Quote:

Originally Posted by CKFresh (Post 283013)
Phil, I'm off work, I'll get back to you later tonight.

Later mate.

Aces.

:cool::cool::cool:

CKFresh 07-08-2008 07:12 PM

Alright phil. I will start by saying that which you don't want to hear - you really should read Marx. I could type for 5 pages and I couldn't come close to explaining it correctly.

I don't expect you to adopt socialism, but I think it might make you at least question our current system.

Let me use my company as an example. I work for one of the major textbook publishing companies in the world (you probably have used our texts). It is obvious a private corporation.

The driving motivation in our company is profit (as it is in any corporation in a capitalist society). Profit is God when it comes to a business. It trumps all else. Therefore, when producing books, we don't strive to provide students with the best quality books at the fairest possible price. Actually, it's quite the opposite. We strive to sell the cheapest, most poorly made books at the highest price possible. It doesn't matter that college students are already in debt to their eyeballs, all that matters is the bottom line.

In the publishing company, our objective is to get teachers to adopt the most expensive textbooks and force the students to purchase new textbooks - with no regard for what is best for the students or the university.

At the same time, those profits that are produce go directly to the top, to the people who do very little to ensure those profits.

It is the same reason Walmart is filled with cheap, Chinese products. The same reason that Walmart employees can't afford health care yet the owners have more wealth than most countries. It simply makes no sense.

I'm glad you brought up drug companies.

What do you think the main objective of a drug company is? To save lives? No, it is profit. If the objective were to save lives, we would have cures for many of the rare, yet deadly diseases, instead of producing billions of dollars worth of "boner" (erection) pills.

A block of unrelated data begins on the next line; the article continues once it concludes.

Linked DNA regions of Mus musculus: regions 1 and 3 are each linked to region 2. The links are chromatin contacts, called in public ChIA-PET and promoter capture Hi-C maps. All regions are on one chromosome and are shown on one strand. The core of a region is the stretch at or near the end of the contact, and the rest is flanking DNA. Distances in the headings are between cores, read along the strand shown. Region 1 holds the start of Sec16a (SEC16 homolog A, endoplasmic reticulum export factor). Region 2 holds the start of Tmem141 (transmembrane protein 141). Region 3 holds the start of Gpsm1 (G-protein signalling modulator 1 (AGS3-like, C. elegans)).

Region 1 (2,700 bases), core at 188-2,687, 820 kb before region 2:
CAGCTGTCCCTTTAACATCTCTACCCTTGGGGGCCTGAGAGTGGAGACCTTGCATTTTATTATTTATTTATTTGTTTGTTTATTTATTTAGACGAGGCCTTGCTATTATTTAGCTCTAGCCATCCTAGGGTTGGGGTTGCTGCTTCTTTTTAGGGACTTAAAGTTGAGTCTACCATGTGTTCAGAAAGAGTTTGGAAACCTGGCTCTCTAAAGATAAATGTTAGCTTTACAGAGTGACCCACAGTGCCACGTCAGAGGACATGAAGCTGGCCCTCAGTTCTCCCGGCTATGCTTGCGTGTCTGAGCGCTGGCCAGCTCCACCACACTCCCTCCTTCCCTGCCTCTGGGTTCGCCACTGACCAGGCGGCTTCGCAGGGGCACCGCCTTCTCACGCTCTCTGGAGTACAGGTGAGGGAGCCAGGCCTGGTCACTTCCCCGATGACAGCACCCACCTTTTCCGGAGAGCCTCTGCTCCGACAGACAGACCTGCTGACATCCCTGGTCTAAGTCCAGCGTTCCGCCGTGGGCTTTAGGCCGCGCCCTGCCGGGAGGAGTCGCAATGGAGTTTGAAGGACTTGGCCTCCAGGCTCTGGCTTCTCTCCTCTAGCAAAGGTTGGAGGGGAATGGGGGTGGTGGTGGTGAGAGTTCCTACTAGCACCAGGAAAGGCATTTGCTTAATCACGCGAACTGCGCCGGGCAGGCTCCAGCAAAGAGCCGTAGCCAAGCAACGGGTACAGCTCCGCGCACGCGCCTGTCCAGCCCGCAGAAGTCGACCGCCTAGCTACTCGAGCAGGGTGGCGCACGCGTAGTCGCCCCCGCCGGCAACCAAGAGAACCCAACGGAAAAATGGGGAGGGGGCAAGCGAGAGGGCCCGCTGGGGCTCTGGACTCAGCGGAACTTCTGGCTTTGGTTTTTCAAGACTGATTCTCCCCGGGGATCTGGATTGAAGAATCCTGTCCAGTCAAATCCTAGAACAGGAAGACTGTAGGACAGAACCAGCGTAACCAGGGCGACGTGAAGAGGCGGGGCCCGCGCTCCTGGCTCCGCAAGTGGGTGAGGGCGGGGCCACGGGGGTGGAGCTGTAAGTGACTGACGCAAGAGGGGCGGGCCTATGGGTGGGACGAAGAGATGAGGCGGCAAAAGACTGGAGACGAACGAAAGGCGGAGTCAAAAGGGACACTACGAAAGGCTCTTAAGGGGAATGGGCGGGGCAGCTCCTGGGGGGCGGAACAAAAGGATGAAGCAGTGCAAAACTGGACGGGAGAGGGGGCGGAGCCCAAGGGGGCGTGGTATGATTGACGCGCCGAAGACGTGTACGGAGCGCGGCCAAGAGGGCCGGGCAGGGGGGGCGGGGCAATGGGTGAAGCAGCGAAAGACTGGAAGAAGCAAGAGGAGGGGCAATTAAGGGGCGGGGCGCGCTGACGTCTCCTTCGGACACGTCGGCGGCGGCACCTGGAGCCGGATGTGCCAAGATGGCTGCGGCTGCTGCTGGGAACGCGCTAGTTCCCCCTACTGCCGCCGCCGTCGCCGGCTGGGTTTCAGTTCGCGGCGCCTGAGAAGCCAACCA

Say a drug company has two options:

1) Research a cure for a rare but deadly disease that effects 500,000 people...

or

2) Research a pill that cures ED, which effects 10 million people.

Which route do you think they will choose? To save lives and make less money, or cure boner problems and make more money?

I think the proof is in the pudding.

You see, when profit is the only thing that matters, that which REALLY matters is secondary.

When the means of production are returned to the workers, and the entire society "owns" the products that are prouced, the efforts of said company can be recfocused on that which is best for the costumer/worker/country - not that which is best for the CEO.

Do you see any problem with companies where the CEO makes more alone than the entire workforce of 500 workers combined?

Do you see any problem with a society where the majority of people struggle to pay bills and get out of debt, while others have more money than they could ever spend?

Socialism is not EQUAL distribution of wealth. The idea is not to make everyone the same. The idea is to return POWER to the PEOPLE (corny, I know, but bear with me). As it is now, workers produce for the wealthy, with very little compensation. Why shouldn't workers have some ownership in that which they are producing?

The problem with capitalism is a false promise. "Equal opportunity" is bull****. The top 5% of the population owns everything, and their children will own everything too. There are exceptions of course. "Rags to riches," can and does happen. But the vast majority of wealthy people in this country are the George W. Bushes of the world - people who acheive not because of ability, but because of birth right.

We live in an economic monarchy. The most accurate way to predict a persons future income is to look at his parents' income. "Social mobility" is limited in our society.

You say you don't trust "the state" to control all the means of production, yet you trust a small, elite group of wealthy people (whom you have no control over) to control everything (and trust me, they control everything).

Now, that was a horrible answer, I know that. Buck is probably rolling his eyes as he read this...

All I can say is that you should really critically question our current economic system. Maybe you will conclude that socialism is not the answer. But I don't think that anyone as smart as you could conclude that capitalism works.